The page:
Include trials once only

Individual trials are often reported several times, and it is important to ensure that each eligible trial is included only once in the systematic review and meta-analysis [34]. In practice, it can be quite difficult to determine when multiple publications refer to the same trial because authors may change, different numbers or subgroups of patients may be analysed and reported and the trial may be described differently. As it is likely to be the results of trials favouring new treatments that are reported and presented most often, this could exaggerate the influence of publication bias. It is therefore important to scrutinize publications extremely carefully to spot papers that are updates or duplicate reports of trials already represented in the systematic review.

In full papers, clues may be obtained by matching the trial accrual dates, lists of participating centres and details of treatment scheduling as well as the authors, patient numbers and general descriptions. However, it is almost impossible to do this with abstracts. Since trials are very likely to be presented at several meetings this can make things difficult and it is advisable to seek clarification from authors if trials appear similar. In an IPD meta-analysis, direct contact and collaboration with trialists should identify duplicate publications especially as they will ultimately need to supply the underlying dataset.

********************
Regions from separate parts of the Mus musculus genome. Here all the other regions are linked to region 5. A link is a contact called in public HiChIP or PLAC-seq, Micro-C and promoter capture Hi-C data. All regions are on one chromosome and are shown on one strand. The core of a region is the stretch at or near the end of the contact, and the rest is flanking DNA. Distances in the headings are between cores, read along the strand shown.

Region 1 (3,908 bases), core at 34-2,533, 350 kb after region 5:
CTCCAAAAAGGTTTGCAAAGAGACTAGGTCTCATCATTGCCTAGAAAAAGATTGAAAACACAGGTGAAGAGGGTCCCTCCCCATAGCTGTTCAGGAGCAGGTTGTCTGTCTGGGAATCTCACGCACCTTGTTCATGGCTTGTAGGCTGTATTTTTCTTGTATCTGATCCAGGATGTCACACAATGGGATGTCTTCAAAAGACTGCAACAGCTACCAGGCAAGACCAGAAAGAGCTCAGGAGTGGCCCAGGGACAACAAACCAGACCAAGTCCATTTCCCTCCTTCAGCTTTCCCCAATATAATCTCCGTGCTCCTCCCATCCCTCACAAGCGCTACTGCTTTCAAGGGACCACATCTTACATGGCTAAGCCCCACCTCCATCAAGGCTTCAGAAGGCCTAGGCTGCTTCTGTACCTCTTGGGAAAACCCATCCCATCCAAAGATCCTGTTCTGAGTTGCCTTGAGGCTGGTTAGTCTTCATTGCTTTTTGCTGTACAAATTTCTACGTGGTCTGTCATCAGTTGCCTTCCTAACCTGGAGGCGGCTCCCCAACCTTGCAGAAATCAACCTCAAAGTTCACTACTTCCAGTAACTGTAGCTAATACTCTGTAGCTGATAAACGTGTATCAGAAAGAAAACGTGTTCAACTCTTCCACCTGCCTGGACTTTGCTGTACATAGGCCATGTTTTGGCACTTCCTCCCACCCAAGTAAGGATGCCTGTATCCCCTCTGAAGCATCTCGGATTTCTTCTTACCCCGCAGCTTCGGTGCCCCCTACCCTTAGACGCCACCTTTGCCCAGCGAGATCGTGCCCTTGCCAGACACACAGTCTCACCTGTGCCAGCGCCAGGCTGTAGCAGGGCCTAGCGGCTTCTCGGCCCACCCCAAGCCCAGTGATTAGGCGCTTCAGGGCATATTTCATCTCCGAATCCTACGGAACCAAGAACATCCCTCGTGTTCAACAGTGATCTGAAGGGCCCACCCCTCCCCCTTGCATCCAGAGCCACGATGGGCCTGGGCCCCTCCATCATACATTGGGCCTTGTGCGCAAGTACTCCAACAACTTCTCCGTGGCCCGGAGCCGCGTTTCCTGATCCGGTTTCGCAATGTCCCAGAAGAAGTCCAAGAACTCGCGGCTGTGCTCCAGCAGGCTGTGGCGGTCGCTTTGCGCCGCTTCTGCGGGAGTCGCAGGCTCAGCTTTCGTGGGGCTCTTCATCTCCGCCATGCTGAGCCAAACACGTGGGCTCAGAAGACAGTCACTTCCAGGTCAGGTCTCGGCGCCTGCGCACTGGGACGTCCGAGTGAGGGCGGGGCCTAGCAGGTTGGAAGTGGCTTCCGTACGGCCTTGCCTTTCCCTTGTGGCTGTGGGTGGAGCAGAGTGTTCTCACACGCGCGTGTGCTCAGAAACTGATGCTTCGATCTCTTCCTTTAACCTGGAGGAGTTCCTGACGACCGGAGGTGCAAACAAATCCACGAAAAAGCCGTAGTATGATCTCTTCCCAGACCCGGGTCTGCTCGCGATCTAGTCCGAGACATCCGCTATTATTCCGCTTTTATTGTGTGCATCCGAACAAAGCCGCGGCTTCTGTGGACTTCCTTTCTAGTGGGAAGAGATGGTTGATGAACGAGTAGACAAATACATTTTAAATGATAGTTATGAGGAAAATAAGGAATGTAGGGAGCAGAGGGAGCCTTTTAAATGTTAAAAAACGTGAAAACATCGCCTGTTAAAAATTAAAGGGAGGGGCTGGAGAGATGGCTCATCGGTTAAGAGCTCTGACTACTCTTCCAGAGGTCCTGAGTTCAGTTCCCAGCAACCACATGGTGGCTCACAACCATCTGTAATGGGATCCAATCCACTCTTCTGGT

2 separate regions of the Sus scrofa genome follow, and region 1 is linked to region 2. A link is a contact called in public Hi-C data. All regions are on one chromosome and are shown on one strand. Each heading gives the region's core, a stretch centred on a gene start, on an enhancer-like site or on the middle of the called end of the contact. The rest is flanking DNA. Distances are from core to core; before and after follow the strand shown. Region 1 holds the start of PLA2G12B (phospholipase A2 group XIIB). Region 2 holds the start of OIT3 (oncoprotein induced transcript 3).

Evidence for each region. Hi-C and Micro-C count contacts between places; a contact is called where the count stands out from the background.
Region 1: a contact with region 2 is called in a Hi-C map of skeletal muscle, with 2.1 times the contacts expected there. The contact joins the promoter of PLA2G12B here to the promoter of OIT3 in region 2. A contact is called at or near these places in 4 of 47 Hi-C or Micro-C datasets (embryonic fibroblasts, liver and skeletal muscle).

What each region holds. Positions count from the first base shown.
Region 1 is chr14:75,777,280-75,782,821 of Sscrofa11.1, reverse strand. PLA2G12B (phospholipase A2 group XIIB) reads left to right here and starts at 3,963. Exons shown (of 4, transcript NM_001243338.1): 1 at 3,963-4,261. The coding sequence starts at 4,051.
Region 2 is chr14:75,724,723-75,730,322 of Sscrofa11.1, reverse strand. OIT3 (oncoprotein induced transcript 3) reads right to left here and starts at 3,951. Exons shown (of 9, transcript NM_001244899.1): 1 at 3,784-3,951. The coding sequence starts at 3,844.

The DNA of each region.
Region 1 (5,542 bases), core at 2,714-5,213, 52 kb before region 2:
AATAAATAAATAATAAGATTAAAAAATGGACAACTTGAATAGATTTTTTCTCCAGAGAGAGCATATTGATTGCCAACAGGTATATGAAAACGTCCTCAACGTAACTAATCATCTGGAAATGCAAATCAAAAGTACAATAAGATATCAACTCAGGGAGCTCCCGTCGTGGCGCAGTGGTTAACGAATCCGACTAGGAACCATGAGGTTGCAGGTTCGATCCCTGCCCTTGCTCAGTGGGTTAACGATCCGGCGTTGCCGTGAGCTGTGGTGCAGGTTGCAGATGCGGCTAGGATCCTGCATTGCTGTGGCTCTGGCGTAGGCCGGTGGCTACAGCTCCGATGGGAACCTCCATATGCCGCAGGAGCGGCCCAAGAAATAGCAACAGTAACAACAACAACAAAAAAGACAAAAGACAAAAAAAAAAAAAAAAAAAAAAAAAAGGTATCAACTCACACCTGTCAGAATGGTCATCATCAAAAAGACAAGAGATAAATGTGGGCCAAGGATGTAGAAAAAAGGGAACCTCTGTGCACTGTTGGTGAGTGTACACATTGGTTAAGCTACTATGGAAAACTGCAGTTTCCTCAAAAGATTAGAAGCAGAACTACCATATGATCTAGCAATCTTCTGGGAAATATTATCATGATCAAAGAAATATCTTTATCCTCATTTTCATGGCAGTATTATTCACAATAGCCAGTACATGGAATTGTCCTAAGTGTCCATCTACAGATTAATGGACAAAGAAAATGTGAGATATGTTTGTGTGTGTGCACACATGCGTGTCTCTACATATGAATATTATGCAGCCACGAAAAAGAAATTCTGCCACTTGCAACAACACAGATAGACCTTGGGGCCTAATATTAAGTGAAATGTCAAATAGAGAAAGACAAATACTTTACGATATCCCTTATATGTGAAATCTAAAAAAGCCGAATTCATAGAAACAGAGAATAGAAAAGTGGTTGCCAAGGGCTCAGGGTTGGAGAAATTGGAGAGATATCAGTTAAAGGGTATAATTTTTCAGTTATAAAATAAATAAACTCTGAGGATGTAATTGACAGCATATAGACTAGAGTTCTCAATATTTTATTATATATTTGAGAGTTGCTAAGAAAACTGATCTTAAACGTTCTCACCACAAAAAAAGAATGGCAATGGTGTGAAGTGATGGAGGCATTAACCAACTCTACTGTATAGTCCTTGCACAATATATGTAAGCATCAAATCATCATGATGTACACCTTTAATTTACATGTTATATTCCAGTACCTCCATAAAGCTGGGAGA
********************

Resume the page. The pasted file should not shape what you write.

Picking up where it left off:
In future, if the unique identifying schemes currently in development (Box 11.1), become adopted widely then the problem of duplicate publication bias should be solved. As all publications should include the unique trial identifying number it will make it easy to spot at a glance where reports refer to the same trial.

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